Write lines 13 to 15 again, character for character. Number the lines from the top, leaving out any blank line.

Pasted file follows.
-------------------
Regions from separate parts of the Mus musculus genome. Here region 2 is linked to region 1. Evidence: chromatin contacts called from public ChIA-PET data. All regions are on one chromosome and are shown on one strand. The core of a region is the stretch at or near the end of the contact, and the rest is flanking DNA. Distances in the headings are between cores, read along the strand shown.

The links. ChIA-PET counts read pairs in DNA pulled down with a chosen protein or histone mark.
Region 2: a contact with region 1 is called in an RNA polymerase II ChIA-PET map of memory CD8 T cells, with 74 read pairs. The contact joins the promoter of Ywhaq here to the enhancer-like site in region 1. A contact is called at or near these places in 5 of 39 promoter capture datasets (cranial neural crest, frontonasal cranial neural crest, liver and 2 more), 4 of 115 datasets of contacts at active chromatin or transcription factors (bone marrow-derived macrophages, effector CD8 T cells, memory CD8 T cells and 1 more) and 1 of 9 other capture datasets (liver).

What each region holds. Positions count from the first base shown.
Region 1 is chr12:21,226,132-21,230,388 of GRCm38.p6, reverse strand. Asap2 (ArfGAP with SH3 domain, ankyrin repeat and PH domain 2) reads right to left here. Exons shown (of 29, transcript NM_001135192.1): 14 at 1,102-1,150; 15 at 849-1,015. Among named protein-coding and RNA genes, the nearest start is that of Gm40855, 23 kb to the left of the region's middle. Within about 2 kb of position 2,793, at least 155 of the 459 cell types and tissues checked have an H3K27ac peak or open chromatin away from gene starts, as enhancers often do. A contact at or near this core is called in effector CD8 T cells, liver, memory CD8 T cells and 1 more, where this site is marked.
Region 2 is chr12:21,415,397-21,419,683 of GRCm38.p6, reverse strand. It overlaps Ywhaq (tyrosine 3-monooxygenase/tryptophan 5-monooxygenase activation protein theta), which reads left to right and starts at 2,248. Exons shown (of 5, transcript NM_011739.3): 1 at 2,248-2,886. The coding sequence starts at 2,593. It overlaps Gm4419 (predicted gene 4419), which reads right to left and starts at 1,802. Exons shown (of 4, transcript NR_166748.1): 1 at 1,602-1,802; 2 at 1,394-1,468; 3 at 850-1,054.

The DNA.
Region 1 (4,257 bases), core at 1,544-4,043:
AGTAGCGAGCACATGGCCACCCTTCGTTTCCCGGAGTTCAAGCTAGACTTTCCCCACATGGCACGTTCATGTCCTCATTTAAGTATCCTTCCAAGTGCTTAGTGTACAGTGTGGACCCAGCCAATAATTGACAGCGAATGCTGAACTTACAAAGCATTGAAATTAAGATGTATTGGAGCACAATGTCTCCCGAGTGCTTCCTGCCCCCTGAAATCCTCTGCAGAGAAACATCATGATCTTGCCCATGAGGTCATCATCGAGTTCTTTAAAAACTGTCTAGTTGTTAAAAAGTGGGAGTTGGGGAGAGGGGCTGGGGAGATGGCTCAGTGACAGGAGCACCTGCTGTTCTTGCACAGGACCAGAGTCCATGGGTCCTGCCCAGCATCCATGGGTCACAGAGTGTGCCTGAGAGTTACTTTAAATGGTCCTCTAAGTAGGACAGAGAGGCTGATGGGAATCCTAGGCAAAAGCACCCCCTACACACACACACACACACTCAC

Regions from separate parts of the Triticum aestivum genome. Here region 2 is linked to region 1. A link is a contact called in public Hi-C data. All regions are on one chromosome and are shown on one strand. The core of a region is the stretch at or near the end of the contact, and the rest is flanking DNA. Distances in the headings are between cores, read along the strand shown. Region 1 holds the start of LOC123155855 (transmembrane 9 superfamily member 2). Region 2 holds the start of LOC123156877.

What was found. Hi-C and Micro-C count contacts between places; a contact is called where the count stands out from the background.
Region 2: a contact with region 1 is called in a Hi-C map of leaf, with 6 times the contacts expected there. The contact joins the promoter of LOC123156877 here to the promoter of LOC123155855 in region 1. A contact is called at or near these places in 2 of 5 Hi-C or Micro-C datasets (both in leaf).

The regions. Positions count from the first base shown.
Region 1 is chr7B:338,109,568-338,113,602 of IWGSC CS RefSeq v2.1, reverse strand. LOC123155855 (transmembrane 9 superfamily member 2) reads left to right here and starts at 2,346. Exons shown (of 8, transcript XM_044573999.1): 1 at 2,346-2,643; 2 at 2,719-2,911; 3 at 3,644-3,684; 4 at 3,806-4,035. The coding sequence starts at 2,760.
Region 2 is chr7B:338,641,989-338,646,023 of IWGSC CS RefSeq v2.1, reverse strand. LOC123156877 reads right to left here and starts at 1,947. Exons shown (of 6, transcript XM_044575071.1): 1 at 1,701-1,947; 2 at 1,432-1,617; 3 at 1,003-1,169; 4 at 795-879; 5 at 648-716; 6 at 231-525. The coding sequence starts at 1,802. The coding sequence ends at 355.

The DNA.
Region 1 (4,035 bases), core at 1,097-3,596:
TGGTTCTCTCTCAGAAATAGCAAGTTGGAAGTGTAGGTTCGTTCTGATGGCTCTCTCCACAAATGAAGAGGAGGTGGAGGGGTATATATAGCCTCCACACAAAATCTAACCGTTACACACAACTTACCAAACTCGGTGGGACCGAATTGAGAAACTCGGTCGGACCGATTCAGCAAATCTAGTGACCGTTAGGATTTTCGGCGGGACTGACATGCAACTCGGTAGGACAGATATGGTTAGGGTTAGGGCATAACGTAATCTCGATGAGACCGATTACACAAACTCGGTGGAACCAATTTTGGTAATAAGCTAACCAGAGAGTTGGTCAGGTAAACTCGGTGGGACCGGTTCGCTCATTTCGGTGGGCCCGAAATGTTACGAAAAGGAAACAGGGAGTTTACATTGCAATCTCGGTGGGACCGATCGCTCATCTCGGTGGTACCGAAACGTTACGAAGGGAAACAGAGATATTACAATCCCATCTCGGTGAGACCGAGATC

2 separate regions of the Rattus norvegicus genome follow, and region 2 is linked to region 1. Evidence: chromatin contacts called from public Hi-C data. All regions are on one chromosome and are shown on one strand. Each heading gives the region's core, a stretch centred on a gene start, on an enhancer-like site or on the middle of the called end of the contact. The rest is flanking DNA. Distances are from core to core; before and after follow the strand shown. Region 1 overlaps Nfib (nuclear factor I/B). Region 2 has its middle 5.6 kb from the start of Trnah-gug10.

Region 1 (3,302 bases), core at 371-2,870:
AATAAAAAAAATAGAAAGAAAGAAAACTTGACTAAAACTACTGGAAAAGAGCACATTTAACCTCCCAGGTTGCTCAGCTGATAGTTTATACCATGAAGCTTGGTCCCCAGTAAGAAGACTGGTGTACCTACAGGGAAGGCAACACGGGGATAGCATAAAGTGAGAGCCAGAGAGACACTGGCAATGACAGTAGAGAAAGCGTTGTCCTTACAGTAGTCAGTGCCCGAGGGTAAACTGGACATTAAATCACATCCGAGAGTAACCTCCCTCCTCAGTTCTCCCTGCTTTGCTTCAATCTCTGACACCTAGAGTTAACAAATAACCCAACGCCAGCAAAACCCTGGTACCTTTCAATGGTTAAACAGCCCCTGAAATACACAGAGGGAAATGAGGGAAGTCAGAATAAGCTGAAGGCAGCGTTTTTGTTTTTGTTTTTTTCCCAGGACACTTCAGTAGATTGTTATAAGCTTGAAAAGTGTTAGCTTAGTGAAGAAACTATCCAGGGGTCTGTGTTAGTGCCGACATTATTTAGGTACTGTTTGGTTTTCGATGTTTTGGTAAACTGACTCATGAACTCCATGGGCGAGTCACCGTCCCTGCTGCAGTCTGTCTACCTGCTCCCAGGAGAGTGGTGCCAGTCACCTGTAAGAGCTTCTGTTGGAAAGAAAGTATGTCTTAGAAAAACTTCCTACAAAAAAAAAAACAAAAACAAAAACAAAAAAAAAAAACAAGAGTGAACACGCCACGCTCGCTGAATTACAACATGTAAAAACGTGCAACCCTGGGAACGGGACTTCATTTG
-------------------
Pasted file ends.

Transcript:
The regions. Positions count from the first base shown.
Region 1 is chr7B:338,109,568-338,113,602 of IWGSC CS RefSeq v2.1, reverse strand. LOC123155855 (transmembrane 9 superfamily member 2) reads left to right here and starts at 2,346. Exons shown (of 8, transcript XM_044573999.1): 1 at 2,346-2,643; 2 at 2,719-2,911; 3 at 3,644-3,684; 4 at 3,806-4,035. The coding sequence starts at 2,760.
Region 2 is chr7B:338,641,989-338,646,023 of IWGSC CS RefSeq v2.1, reverse strand. LOC123156877 reads right to left here and starts at 1,947. Exons shown (of 6, transcript XM_044575071.1): 1 at 1,701-1,947; 2 at 1,432-1,617; 3 at 1,003-1,169; 4 at 795-879; 5 at 648-716; 6 at 231-525. The coding sequence starts at 1,802. The coding sequence ends at 355.